BRITISHNESS IN THE ARTS: MUSIC

This course focuses on six plays by the greatest representative of Britishness in literature – William Shakespeare – and places them within the context of international adaptation, both to the literary genre of the libretto, and to the medium of music. We shall study them as fruitful sources for what Suhor has called transmediation, and Bolter and Grusin remediation: new media achieve their cultural significance by paying homage to, and refashioning, earlier media. Valuable samples of classical music will be chosen to illustrate the genres of opera, semi-opera, and musical theatre.

Even if this is a course on musical adaptation, it does not address connoisseurs. The opening seminar will introduce the students to the basic musical notions (history, typologies, terminology, etc.), while the rest of the semester will be dedicated to an interdisciplinary analysis of the plays and their musical counterparts. The focus will be on the process of literary adaptation from theatre to libretto (the text of the musical works), as well as on the influence of the mentalities and theatrical conventions imposed by the time and place in which they were written. The distinction between adaptation, appropriation, and transmediation/remediation will also be tackled. The course will have both a strong British interest and a strong international one, as it will analyse music from six countries and two continents. The subject matter will also be looked at historically, as the musical corpus will cover works from the seventeenth century through to the end of the twentieth. Music can increase dramatic tension and character outline through tonal structure, rhythm, timbre, or vocal virtuosity. This course will analyse the entwinement between dramatic warp and musical invention that generates new remapped works.

The instructor will provide visual and auditory support (DVDs, CDs, YouTube links, file transfers), which the students will watch/listen to before the classes, which will proceed as general conversations. The final aim of the course is to reveal the cultural afterlives of Shakespeare’s plays, the universalisation of Britishness, as well as the beauty and richness conferred by transmediation/remediation.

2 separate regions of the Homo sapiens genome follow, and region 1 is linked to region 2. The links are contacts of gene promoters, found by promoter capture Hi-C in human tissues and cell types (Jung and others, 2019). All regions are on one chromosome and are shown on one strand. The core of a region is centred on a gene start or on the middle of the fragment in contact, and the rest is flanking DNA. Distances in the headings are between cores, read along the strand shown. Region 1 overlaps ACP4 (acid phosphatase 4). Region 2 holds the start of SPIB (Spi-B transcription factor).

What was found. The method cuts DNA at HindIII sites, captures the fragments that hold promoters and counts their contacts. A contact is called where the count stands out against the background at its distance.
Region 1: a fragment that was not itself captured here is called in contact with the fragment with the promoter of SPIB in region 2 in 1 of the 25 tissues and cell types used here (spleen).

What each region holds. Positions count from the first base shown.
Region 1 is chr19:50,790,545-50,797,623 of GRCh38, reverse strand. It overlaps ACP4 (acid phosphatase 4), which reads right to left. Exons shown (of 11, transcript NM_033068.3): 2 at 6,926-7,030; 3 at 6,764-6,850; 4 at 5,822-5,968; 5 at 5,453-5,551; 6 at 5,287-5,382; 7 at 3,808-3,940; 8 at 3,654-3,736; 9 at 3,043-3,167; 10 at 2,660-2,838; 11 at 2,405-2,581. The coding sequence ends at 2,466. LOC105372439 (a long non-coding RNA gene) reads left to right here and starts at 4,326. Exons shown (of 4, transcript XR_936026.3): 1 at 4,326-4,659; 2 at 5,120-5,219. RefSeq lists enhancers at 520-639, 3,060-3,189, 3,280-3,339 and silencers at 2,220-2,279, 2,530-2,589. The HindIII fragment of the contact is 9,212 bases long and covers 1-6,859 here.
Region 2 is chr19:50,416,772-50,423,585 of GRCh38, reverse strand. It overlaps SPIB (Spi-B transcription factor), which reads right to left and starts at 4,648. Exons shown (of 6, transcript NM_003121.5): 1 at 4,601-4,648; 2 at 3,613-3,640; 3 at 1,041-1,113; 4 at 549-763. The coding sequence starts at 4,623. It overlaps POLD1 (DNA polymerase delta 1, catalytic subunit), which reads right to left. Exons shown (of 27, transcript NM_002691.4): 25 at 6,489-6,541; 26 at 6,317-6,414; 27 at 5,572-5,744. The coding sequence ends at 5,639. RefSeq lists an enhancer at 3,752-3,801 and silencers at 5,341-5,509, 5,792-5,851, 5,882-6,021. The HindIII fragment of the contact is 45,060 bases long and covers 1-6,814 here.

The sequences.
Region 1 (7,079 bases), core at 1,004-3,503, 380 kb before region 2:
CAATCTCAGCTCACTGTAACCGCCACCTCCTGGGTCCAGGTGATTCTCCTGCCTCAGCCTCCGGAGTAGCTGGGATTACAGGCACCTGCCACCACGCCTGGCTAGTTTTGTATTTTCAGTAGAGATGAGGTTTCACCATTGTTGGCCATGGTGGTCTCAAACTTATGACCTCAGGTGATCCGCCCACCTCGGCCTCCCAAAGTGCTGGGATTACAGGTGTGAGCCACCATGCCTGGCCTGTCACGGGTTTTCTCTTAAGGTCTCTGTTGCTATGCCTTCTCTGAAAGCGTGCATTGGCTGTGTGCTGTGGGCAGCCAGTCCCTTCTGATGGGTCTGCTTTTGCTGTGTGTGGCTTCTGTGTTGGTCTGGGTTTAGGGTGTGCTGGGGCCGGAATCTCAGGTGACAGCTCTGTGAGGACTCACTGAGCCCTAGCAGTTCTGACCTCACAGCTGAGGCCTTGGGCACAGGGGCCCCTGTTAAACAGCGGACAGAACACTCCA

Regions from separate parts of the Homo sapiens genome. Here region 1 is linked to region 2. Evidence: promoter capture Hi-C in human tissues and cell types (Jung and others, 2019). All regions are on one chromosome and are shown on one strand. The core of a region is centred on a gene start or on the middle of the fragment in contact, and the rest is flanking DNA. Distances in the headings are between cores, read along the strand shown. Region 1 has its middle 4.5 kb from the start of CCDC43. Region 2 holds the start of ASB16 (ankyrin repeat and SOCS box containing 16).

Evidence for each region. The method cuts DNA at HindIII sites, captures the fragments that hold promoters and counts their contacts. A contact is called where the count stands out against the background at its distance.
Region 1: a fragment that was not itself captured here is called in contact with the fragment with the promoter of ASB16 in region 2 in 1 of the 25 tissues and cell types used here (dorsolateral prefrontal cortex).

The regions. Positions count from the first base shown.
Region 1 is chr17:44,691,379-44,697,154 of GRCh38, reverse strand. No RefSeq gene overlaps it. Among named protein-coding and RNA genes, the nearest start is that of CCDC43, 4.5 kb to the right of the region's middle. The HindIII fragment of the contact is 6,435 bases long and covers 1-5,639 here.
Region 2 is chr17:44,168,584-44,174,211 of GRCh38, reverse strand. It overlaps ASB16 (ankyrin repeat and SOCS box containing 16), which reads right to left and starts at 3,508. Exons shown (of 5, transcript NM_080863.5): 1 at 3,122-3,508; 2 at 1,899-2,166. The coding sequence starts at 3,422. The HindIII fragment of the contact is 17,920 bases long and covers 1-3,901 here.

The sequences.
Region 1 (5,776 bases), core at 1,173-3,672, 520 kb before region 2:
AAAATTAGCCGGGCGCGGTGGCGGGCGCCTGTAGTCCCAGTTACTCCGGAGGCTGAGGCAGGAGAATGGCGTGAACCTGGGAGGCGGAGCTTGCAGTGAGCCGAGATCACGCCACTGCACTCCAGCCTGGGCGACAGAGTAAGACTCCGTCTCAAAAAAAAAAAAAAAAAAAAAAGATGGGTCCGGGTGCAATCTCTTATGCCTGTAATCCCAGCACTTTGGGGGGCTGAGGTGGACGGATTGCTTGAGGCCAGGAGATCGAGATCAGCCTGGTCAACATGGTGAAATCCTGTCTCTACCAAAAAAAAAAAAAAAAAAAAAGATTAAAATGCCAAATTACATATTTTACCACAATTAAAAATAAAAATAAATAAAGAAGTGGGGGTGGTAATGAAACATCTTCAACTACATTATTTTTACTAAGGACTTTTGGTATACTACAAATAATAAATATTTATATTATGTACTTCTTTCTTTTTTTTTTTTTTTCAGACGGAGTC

Course instructor: Dr. Alina Bottez

SCHEDULE

Week 1: General Introduction to the Course. Essential Music and Opera Notions

Week 2: The Battle between Flesh and Wit. Identity and Alterity between Shakespeare’s The Merry Wives of Windsor (1600-1) and Its Opera Adaptations (Antonio Salieri: Falstaff – 1799, and Otto Nicolai: Die lustigen Weiber von Windsor – 1849)

Readings: William Shakespeare: The Merry Wives of Windsor; libretti to Salieri’s and Nicolai’s operas

Week 3: The Battle between Flesh and Wit. Identity and Alterity between Shakespeare’s The Merry Wives of Windsor (1600-1) and Its Opera Adaptations (Giuseppe Verdi: Falstaff – 1893, and Vaughan Williams: Sir John in Love – 1929)

Readings: William Shakespeare: The Merry Wives of Windsor; libretti to Verdi’s and Vaughan Williams’ operas

Week 4: Black and White Dichotomies: Shakespeare’s Othello (1604-5) Seen by Rossini (1816)

Readings: William Shakespeare’s Othello, libretto to Rossini’s opera

Week 5: Black and White Dichotomies: Shakespeare’s Othello (1604-5) Seen by Verdi (1887)

Readings: William Shakespeare’s Othello, libretto to Verdi’s opera

Week 6: Fair Is Foul and Foul Is Fair: Verdi’s Macbeth (1847)